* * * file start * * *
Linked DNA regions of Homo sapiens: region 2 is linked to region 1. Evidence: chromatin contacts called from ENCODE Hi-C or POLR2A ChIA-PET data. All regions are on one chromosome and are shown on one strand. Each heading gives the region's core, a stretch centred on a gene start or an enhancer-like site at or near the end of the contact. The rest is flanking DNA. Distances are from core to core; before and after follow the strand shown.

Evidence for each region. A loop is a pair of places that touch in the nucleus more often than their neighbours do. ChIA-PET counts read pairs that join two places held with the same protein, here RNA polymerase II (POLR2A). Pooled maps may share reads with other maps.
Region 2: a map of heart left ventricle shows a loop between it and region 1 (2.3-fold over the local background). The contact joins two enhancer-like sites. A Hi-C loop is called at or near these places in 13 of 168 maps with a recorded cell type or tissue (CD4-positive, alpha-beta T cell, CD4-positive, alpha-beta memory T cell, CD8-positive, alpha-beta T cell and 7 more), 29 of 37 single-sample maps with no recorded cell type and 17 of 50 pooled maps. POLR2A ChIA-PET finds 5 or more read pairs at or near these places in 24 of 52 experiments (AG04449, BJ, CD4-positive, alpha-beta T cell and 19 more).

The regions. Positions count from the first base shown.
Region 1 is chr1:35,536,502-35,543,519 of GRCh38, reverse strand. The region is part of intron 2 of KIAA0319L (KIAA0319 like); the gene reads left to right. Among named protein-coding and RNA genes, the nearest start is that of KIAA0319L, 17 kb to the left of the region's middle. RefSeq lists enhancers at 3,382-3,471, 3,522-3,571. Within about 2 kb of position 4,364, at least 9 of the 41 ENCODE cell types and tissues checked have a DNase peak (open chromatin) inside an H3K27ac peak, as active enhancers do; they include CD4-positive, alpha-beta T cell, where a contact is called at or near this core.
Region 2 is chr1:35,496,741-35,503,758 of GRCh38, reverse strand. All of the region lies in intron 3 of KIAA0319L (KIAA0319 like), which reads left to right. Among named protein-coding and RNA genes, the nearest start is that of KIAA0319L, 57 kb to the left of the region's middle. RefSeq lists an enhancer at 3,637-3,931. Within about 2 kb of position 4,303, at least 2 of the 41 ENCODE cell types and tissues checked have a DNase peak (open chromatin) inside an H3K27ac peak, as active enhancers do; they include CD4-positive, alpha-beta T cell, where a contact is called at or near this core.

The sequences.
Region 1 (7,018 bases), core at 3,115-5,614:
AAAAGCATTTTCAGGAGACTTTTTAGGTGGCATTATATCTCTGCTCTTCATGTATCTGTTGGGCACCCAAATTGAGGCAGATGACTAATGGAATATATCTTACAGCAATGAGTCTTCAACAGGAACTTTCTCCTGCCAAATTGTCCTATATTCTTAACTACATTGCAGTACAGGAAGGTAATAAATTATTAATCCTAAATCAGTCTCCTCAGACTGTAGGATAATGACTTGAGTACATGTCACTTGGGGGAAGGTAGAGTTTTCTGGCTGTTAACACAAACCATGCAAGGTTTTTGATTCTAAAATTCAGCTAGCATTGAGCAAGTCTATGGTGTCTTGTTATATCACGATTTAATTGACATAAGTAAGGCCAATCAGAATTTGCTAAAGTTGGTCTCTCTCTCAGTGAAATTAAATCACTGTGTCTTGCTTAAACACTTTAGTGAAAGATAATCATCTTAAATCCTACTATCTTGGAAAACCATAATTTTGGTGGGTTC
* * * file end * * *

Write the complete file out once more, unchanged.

Linked DNA regions of Homo sapiens: region 2 is linked to region 1. Evidence: chromatin contacts called from ENCODE Hi-C or POLR2A ChIA-PET data. All regions are on one chromosome and are shown on one strand. Each heading gives the region's core, a stretch centred on a gene start or an enhancer-like site at or near the end of the contact. The rest is flanking DNA. Distances are from core to core; before and after follow the strand shown.

Evidence for each region. A loop is a pair of places that touch in the nucleus more often than their neighbours do. ChIA-PET counts read pairs that join two places held with the same protein, here RNA polymerase II (POLR2A). Pooled maps may share reads with other maps.
Region 2: a map of heart left ventricle shows a loop between it and region 1 (2.3-fold over the local background). The contact joins two enhancer-like sites. A Hi-C loop is called at or near these places in 13 of 168 maps with a recorded cell type or tissue (CD4-positive, alpha-beta T cell, CD4-positive, alpha-beta memory T cell, CD8-positive, alpha-beta T cell and 7 more), 29 of 37 single-sample maps with no recorded cell type and 17 of 50 pooled maps. POLR2A ChIA-PET finds 5 or more read pairs at or near these places in 24 of 52 experiments (AG04449, BJ, CD4-positive, alpha-beta T cell and 19 more).

The regions. Positions count from the first base shown.
Region 1 is chr1:35,536,502-35,543,519 of GRCh38, reverse strand. The region is part of intron 2 of KIAA0319L (KIAA0319 like); the gene reads left to right. Among named protein-coding and RNA genes, the nearest start is that of KIAA0319L, 17 kb to the left of the region's middle. RefSeq lists enhancers at 3,382-3,471, 3,522-3,571. Within about 2 kb of position 4,364, at least 9 of the 41 ENCODE cell types and tissues checked have a DNase peak (open chromatin) inside an H3K27ac peak, as active enhancers do; they include CD4-positive, alpha-beta T cell, where a contact is called at or near this core.
Region 2 is chr1:35,496,741-35,503,758 of GRCh38, reverse strand. All of the region lies in intron 3 of KIAA0319L (KIAA0319 like), which reads left to right. Among named protein-coding and RNA genes, the nearest start is that of KIAA0319L, 57 kb to the left of the region's middle. RefSeq lists an enhancer at 3,637-3,931. Within about 2 kb of position 4,303, at least 2 of the 41 ENCODE cell types and tissues checked have a DNase peak (open chromatin) inside an H3K27ac peak, as active enhancers do; they include CD4-positive, alpha-beta T cell, where a contact is called at or near this core.

The sequences.
Region 1 (7,018 bases), core at 3,115-5,614:
AAAAGCATTTTCAGGAGACTTTTTAGGTGGCATTATATCTCTGCTCTTCATGTATCTGTTGGGCACCCAAATTGAGGCAGATGACTAATGGAATATATCTTACAGCAATGAGTCTTCAACAGGAACTTTCTCCTGCCAAATTGTCCTATATTCTTAACTACATTGCAGTACAGGAAGGTAATAAATTATTAATCCTAAATCAGTCTCCTCAGACTGTAGGATAATGACTTGAGTACATGTCACTTGGGGGAAGGTAGAGTTTTCTGGCTGTTAACACAAACCATGCAAGGTTTTTGATTCTAAAATTCAGCTAGCATTGAGCAAGTCTATGGTGTCTTGTTATATCACGATTTAATTGACATAAGTAAGGCCAATCAGAATTTGCTAAAGTTGGTCTCTCTCTCAGTGAAATTAAATCACTGTGTCTTGCTTAAACACTTTAGTGAAAGATAATCATCTTAAATCCTACTATCTTGGAAAACCATAATTTTGGTGGGTTC